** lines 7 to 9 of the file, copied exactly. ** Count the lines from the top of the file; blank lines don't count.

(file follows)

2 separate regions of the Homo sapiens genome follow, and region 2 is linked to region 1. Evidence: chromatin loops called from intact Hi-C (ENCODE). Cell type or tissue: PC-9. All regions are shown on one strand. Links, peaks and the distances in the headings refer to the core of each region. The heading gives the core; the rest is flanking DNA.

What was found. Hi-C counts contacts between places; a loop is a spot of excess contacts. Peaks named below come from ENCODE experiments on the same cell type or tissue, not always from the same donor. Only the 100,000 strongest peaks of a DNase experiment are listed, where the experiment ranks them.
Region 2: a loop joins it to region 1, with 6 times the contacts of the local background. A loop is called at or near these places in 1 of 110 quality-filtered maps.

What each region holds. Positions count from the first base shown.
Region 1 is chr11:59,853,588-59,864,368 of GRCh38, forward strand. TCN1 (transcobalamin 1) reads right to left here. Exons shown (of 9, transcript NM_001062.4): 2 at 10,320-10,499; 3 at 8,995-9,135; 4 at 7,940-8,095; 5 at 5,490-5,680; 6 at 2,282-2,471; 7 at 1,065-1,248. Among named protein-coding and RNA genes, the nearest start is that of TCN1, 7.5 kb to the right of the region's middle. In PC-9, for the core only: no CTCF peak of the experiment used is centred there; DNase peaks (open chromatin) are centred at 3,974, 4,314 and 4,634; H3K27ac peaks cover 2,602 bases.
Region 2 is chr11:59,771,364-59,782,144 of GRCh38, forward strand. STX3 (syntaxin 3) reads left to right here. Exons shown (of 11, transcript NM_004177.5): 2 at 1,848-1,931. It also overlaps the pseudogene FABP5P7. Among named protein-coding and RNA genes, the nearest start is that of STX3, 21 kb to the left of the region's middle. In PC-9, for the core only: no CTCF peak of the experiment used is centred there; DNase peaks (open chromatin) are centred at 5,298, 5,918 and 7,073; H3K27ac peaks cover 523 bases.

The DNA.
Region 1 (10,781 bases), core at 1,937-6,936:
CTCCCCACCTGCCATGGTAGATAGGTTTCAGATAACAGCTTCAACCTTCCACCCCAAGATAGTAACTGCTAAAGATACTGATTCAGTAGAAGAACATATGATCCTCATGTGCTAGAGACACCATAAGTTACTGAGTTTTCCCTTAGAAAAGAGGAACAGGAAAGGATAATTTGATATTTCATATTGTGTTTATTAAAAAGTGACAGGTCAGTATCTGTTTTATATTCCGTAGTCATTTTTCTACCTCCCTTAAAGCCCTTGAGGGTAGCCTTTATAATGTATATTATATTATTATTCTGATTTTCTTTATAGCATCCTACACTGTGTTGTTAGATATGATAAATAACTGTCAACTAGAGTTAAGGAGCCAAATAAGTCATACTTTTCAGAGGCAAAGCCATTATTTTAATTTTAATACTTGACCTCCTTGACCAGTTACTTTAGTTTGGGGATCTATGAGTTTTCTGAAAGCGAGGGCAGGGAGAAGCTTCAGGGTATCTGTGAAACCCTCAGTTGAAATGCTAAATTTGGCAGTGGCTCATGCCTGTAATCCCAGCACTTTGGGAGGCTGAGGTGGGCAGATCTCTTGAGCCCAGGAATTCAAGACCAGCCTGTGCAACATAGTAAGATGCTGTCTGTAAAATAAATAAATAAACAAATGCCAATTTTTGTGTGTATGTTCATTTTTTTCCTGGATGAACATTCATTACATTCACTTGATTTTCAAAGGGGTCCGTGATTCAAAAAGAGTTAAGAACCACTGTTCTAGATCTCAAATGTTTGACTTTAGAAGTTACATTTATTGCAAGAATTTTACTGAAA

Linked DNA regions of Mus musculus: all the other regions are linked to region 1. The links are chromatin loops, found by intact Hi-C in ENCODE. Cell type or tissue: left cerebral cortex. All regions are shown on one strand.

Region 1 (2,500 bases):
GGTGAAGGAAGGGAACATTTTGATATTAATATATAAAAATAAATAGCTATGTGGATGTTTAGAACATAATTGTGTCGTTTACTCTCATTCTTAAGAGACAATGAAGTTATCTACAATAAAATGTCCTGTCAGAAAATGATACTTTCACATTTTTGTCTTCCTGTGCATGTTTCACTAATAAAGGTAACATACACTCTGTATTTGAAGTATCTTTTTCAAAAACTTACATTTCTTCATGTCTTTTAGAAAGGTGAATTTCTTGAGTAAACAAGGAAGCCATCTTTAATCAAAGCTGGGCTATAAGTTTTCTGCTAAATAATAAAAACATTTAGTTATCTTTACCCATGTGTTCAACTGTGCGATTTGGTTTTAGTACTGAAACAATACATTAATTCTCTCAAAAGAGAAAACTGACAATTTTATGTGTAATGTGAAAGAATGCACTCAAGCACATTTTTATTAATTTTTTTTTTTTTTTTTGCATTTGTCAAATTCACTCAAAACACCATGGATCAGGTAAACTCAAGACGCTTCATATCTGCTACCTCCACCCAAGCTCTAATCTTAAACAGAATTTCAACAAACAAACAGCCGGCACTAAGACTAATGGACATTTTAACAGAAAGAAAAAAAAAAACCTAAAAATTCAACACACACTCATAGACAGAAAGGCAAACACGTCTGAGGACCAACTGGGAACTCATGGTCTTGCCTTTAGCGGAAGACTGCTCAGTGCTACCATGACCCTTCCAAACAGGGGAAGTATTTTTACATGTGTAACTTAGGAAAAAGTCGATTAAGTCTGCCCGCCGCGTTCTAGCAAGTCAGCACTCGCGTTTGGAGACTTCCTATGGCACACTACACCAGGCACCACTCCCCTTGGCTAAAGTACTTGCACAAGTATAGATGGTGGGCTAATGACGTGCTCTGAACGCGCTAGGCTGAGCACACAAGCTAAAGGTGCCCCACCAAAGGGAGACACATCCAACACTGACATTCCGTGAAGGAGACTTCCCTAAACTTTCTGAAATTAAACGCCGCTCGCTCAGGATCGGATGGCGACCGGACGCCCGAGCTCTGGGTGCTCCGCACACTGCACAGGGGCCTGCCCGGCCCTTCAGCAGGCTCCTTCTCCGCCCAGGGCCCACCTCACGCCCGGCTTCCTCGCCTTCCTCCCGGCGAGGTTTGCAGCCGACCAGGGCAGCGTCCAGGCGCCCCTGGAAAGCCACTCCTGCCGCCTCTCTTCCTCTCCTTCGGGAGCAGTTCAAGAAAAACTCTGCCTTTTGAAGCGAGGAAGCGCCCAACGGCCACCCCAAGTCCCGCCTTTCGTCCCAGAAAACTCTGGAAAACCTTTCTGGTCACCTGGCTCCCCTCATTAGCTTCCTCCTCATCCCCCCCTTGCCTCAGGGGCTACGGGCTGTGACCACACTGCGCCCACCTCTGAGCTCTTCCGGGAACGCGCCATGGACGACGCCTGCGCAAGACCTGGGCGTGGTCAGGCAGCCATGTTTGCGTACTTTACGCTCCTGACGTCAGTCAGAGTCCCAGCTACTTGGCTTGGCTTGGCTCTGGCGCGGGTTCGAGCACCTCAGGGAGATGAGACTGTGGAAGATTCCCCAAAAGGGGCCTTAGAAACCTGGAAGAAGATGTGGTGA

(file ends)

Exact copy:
The DNA.
Region 1 (10,781 bases), core at 1,937-6,936:
CTCCCCACCTGCCATGGTAGATAGGTTTCAGATAACAGCTTCAACCTTCCACCCCAAGATAGTAACTGCTAAAGATACTGATTCAGTAGAAGAACATATGATCCTCATGTGCTAGAGACACCATAAGTTACTGAGTTTTCCCTTAGAAAAGAGGAACAGGAAAGGATAATTTGATATTTCATATTGTGTTTATTAAAAAGTGACAGGTCAGTATCTGTTTTATATTCCGTAGTCATTTTTCTACCTCCCTTAAAGCCCTTGAGGGTAGCCTTTATAATGTATATTATATTATTATTCTGATTTTCTTTATAGCATCCTACACTGTGTTGTTAGATATGATAAATAACTGTCAACTAGAGTTAAGGAGCCAAATAAGTCATACTTTTCAGAGGCAAAGCCATTATTTTAATTTTAATACTTGACCTCCTTGACCAGTTACTTTAGTTTGGGGATCTATGAGTTTTCTGAAAGCGAGGGCAGGGAGAAGCTTCAGGGTATCTGTGAAACCCTCAGTTGAAATGCTAAATTTGGCAGTGGCTCATGCCTGTAATCCCAGCACTTTGGGAGGCTGAGGTGGGCAGATCTCTTGAGCCCAGGAATTCAAGACCAGCCTGTGCAACATAGTAAGATGCTGTCTGTAAAATAAATAAATAAACAAATGCCAATTTTTGTGTGTATGTTCATTTTTTTCCTGGATGAACATTCATTACATTCACTTGATTTTCAAAGGGGTCCGTGATTCAAAAAGAGTTAAGAACCACTGTTCTAGATCTCAAATGTTTGACTTTAGAAGTTACATTTATTGCAAGAATTTTACTGAAA